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Retooling Georgia’s Schools

As businesses increasingly hire skilled labor from elsewhere, state educators look to produce more college- and career-ready graduates.

It’s a problem plaguing many Georgia companies: too many job applicants lack adequate education and skills. In some cases, that has caused companies to move jobs to other states, like Home Depot did in the past few years when it built tech centers in California and Texas.

That is lost money that could be lining Georgians’ pockets and filling tax coffers to build schools and roads. Instead it goes elsewhere because of the gap between the skills that jobs require and the skills Georgians bring.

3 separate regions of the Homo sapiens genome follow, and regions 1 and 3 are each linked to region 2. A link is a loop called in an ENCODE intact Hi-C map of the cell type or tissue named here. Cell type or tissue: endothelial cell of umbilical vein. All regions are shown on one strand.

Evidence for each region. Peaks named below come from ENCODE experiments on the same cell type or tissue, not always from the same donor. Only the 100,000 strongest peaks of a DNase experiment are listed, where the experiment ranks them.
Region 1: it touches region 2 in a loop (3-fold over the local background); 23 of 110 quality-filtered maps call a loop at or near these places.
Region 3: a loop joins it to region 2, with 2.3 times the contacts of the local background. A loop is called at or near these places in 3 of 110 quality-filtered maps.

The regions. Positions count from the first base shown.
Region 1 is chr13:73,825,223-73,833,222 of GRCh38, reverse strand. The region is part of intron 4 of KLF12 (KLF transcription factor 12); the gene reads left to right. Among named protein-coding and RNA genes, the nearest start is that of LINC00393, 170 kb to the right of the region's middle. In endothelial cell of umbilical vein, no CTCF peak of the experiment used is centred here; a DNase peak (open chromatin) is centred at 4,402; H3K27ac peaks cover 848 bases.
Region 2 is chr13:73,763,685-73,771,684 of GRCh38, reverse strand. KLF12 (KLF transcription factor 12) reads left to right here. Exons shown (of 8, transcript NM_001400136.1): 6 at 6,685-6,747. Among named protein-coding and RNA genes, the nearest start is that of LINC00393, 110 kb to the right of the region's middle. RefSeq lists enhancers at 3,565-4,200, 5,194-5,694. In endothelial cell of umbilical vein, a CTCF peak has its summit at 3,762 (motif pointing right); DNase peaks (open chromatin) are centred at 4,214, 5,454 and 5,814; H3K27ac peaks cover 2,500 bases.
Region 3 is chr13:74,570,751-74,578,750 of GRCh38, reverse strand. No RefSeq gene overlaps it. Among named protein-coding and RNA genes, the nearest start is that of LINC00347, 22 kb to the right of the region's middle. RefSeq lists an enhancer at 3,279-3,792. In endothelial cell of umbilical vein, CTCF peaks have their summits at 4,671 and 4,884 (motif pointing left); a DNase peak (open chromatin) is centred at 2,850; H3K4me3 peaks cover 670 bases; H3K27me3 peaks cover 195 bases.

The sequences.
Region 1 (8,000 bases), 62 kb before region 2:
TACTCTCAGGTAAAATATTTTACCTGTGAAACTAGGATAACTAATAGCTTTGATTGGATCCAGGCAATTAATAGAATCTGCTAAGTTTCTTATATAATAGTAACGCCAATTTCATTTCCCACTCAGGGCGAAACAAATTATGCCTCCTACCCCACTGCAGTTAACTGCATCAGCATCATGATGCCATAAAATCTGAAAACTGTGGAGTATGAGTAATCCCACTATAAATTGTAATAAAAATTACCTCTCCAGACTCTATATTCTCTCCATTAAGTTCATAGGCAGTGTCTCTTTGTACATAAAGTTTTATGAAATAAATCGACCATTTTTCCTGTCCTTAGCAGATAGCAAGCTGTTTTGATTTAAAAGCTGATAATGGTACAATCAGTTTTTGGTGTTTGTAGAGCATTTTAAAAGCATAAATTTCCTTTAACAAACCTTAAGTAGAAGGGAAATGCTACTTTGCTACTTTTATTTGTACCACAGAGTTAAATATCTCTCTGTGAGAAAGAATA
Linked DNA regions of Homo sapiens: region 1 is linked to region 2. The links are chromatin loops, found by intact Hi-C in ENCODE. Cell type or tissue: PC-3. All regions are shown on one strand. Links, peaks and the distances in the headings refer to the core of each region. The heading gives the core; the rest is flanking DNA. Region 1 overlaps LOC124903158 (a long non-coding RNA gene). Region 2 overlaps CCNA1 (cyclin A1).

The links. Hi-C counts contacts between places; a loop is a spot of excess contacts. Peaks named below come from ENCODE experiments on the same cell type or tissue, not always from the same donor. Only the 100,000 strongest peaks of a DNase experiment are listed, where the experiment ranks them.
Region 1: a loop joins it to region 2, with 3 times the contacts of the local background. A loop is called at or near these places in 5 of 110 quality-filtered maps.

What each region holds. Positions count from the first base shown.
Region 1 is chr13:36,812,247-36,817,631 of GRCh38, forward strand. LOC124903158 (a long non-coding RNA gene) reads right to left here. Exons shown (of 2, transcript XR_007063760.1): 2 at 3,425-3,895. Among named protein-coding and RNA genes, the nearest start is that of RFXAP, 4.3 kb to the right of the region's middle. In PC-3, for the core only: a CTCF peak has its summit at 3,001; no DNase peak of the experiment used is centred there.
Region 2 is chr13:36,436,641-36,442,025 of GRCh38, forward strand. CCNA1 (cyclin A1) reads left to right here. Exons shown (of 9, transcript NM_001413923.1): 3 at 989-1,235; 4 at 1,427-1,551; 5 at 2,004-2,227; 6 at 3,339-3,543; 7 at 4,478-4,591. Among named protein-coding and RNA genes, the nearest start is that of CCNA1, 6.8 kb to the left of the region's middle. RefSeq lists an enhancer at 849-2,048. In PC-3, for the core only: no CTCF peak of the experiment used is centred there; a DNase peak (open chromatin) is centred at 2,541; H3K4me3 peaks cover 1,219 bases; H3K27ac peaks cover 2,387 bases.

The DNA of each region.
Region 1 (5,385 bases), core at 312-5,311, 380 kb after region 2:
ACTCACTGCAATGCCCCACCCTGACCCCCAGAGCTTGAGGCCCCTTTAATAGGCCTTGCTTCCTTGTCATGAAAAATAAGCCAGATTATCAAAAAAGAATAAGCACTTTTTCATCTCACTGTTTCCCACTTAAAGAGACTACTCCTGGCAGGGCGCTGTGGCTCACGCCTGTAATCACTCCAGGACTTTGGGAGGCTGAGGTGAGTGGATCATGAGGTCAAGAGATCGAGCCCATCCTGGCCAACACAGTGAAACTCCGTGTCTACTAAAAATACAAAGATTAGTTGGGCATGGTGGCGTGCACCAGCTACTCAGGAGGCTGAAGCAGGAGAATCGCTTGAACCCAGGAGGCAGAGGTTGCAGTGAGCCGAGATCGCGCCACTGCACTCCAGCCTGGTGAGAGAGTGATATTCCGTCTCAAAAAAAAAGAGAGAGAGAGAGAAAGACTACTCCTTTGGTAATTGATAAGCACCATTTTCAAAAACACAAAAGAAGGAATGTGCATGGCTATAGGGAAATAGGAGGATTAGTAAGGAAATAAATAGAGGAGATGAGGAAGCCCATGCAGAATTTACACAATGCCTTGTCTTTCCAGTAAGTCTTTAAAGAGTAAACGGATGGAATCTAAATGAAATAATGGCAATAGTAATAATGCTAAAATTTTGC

The gap is wide, and projections show Georgia jobs will require more training. In five years, 60 percent of jobs in the state will require post-secondary education, either a degree or certificate. But only 38 percent of Georgia high school sophomores get that far, according to a recent Atlanta Regional Commission study.

That gap is the problem, the chasm between success or failure in the future. Figure out how to bridge it, and Georgia advances; make no progress, and the state risks being surpassed by competitors.